Wednesday, May 2, 2018

What "Stay Woke" REALLY Means (definitions, early influences, & uses)

Edited by Azizi Powell

This is Part I of a three part pancocojams series that focuses on the English language vernacular saying "stay woke".

This post presents definitions for the saying "stay woke" and some documentation of that saying's use off-line and online in the United States.

Click for Part II of this series. Part II showcases a YouTube video from Spike Lee's 1988 movie School Daze. I believe this "Wake Up!!!!" scene influenced the later vernacular meaning of "Stay woke!" That post also showcases Erykah Badu's song "Master Teacher" (Part 2) which is an early example of music's use of the vernacular meaning of "Stay woke".

Click for Part III of this series. Part III showcases a video performance of Childish Gambino's singing his award winning R&B song "Redbone". The chorus of that song repeats the African American vernacular saying "stay woke".

The content of this post is presented for historical, linguistic, and socio-cultural purposes.

All copyrights remain with their owners.

Thanks to all those who are quoted in this post.

Stay Woke
Part of a series on Internet Slang.
Added 2016 by Ari Spool; Updated February 2018 by Y F.
Stay Woke, derived from the phrase “stay awake,” is an Internet slang term often used to demonstrate the need for awareness of an issue, particularly those relating to social justice or the Black Lives Matter movement. The term is also used ironically in a similar manner to "Wake Up, Sheeple".

The earliest known instance of the “woke” as slang for political or social awareness comes from an article in the New York Times magazine. On May 20th, 1962, the Times published a piece on white beatniks appropriating black culture by African-American novelist William Melvin Kelley entitled “If You’re Woke, You Dig It.” The article also included a cartoon with the phrase."...[8]

The expression continued to bubble to the cultural surface over the next 50 years. In Garvey Lives!, a 1972 play by Barry Beckham, the author writes “I been sleeping all my life. And now that Mr. Garvey done woke me up, I’m gon stay woke. And I’m gon help him wake up other black folk.”[8]

In 2008, recording artist Erykah Badu used the phrase in her 2008 song “Master Teachers” from the album New Amerykah Part 1: The 4th World War.[1]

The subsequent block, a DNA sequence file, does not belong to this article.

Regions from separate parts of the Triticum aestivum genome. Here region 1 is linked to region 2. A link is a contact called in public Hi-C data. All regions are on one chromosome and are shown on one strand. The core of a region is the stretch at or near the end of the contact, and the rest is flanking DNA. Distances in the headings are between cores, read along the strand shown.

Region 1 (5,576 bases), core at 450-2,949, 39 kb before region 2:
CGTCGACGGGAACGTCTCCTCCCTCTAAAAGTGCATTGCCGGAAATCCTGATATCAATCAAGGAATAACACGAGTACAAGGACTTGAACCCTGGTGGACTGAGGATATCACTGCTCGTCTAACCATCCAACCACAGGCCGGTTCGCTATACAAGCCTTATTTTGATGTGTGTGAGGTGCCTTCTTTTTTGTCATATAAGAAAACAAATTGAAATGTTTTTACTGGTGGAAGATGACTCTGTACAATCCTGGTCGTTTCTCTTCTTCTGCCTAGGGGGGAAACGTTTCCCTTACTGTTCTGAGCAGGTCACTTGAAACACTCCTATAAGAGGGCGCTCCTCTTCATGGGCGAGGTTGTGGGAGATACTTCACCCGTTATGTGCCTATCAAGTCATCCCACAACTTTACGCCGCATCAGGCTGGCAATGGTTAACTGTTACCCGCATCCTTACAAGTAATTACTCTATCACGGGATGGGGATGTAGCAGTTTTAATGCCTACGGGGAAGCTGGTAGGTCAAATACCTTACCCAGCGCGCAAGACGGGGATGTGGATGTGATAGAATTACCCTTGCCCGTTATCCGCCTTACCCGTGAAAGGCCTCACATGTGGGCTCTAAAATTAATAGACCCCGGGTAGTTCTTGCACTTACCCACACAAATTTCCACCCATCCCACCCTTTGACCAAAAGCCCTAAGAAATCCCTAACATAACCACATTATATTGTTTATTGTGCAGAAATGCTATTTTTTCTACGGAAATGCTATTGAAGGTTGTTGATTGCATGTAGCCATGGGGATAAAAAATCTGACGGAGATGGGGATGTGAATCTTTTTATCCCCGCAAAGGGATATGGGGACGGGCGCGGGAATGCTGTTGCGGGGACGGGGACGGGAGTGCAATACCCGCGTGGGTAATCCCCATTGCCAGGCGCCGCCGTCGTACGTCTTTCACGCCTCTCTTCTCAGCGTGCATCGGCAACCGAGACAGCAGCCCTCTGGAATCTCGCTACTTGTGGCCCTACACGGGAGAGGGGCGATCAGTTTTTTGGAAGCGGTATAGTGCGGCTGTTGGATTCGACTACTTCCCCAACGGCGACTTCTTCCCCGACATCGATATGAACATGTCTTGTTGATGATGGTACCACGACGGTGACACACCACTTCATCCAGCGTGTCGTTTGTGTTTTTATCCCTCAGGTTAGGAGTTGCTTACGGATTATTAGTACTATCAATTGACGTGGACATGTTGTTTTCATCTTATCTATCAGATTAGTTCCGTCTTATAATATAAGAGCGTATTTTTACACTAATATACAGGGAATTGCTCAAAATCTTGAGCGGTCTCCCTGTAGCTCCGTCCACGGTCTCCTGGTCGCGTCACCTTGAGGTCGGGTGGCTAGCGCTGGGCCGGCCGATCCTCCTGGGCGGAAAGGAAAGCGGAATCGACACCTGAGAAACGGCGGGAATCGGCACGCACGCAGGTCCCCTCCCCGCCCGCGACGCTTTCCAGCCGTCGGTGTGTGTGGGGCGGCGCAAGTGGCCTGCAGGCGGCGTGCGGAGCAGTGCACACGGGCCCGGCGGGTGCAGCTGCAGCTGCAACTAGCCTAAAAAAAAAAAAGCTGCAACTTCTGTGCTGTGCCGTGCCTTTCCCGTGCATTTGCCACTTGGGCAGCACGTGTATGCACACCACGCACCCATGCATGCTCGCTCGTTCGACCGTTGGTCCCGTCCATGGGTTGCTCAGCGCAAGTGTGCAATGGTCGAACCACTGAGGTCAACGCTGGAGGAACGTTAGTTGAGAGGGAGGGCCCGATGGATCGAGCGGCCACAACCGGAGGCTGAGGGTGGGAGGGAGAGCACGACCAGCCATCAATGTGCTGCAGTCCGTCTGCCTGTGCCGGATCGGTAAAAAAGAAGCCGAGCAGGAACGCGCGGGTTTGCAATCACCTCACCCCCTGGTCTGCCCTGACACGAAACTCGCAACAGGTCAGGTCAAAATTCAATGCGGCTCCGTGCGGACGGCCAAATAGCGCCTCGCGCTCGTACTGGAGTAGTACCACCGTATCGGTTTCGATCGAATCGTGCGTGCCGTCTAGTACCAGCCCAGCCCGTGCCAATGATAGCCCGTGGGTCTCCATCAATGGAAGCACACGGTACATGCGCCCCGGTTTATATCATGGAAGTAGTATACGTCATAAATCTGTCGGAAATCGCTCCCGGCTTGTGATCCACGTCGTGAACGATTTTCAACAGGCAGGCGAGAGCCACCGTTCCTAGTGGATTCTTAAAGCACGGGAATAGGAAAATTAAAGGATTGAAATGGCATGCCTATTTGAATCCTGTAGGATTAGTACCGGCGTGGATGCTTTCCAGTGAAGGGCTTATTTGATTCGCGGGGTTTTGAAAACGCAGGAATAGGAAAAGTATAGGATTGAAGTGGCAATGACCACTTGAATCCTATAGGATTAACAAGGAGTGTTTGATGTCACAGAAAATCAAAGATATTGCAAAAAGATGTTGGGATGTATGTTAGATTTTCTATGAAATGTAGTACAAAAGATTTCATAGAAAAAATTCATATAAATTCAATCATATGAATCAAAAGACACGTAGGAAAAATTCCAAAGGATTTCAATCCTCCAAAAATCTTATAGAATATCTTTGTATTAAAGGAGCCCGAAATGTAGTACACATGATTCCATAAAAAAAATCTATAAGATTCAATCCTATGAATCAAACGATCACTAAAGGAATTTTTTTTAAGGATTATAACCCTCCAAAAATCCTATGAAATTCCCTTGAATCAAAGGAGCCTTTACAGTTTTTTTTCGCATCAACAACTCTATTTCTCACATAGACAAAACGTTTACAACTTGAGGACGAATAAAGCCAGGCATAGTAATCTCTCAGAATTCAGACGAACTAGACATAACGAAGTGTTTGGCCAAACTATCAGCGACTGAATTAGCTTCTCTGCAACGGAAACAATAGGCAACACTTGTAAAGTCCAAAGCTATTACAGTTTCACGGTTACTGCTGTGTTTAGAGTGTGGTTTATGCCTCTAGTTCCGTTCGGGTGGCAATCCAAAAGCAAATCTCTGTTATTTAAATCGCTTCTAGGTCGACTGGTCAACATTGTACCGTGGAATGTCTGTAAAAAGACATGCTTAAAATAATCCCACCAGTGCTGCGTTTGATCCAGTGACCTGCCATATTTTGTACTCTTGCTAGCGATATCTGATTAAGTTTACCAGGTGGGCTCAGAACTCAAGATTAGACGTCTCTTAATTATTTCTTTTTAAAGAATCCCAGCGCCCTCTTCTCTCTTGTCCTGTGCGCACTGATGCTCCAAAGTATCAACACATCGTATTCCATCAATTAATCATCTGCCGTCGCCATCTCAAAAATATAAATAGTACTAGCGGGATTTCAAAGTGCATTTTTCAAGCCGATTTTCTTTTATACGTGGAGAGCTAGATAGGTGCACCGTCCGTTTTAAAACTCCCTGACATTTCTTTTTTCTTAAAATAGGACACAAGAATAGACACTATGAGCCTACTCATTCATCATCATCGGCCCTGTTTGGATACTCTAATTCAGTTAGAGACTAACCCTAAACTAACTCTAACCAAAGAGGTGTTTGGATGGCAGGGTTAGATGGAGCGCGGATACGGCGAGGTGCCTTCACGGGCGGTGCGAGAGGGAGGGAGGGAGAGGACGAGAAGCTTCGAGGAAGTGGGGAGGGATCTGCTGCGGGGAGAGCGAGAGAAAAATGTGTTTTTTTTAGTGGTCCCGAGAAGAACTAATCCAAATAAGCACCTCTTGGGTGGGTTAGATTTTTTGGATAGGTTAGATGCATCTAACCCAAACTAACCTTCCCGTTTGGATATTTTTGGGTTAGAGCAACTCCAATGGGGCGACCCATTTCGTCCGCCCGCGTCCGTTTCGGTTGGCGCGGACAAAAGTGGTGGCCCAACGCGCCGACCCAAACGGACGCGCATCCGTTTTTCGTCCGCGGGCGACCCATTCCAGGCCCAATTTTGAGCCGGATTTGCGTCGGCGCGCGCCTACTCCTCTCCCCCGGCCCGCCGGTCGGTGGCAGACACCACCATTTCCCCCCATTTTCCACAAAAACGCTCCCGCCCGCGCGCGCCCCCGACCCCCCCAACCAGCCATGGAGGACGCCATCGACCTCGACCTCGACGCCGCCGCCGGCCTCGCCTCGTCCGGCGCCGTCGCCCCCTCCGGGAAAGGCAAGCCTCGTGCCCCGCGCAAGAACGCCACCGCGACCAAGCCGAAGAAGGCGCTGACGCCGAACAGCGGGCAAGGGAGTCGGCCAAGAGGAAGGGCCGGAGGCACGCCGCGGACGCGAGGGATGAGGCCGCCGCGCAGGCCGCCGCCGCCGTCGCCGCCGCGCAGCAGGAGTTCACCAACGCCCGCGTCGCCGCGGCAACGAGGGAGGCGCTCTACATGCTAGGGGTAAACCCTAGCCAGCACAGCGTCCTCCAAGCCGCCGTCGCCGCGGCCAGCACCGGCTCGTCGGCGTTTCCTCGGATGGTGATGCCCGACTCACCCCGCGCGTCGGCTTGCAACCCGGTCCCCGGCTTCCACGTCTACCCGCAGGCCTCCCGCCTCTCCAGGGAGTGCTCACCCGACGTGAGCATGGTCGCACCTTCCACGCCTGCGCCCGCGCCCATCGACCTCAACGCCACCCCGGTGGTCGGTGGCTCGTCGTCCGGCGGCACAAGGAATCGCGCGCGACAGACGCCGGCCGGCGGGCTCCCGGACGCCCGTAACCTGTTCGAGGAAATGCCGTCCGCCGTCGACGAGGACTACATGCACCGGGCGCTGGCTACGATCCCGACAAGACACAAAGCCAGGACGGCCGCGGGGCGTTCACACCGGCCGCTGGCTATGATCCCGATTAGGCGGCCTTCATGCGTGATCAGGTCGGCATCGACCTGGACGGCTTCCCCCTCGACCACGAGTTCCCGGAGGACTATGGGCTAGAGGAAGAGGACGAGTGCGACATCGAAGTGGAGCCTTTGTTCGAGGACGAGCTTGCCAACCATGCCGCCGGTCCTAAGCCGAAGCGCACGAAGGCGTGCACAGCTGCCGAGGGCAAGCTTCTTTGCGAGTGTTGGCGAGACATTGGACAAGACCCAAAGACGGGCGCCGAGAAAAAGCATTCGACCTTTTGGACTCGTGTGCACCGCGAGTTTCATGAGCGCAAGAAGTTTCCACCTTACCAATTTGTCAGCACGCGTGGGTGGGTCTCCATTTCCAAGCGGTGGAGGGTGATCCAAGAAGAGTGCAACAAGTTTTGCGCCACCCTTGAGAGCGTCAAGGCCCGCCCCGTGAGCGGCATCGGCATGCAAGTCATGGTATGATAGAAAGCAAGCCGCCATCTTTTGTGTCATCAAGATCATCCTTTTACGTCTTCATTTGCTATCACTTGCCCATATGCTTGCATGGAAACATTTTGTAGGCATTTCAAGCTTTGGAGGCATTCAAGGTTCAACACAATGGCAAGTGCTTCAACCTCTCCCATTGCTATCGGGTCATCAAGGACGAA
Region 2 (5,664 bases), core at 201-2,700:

The phrase continues to be used in both non-ironic and ironic ways on all platforms. The hashtag #staywoke is in wide use on Twitter,[3] Tumblr,[4] and Instagram,[5] where it has more than 128,000 associated posts. In summer of 2015, programmers Darius Kazemi and Courtney Stanton built a Twitter bot called @StayWokeBot,[6] intended to automate replies to those who might need more education about racism in society. On January 5th, 2016, MTV declared that “woke” was a new slang term for the new year, but many commenters noted that the term was not new.[7]

On June 27th, 2017, the Oxford English Dictionary officially added “Woke” to the dictionary, defining it as:

“Originally: well-informed, up-to-date. Now chiefly: alert to racial or social discrimination and injustice; frequently in stay woke (often used as an exhortation).”[9]...
The sub-title for the 1962 New York Times Magazine article that is mentioned above is "No Mickey Mouse can be expected to follow today’s Negro idiom without a hip assist." That sub-title clearly documents that this vernacular use of "stay woke" was ascribed to African Americans. (Note: "Negro" was largely dropped as a referent for African Americans by the late 1960s if not earlier.)

The vernacular use of the word "woke" (for instance, in the sentence "I'm finally woke."), the word "woke" is an adjective. The sentence "Stay woke" is an verb phrase.

Pancocojams Editor:
The next two excerpts are reprinted from this pancocojams post: The Black Consciousness Movement, Spike Lee's Movie "School Daze", & The Vernacular Word "Woke"

"According to, the contemporary African American Vernacular English meaning of the word "woke" is "being in a state of awareness: "Being Woke means being aware.. Knowing whats going on in the community" specifically relating to racism and social injustice....

Woke .... describ[es] someone who is enlightened and has a greater understanding of social injustices."

An important point for the sub-set of African Americans and other people who consider themselves to be "woke", is that people need to Stay Woke, i.e. stay socially and politically conscious, and stay engaged in efforts to eradicate social injustices etc.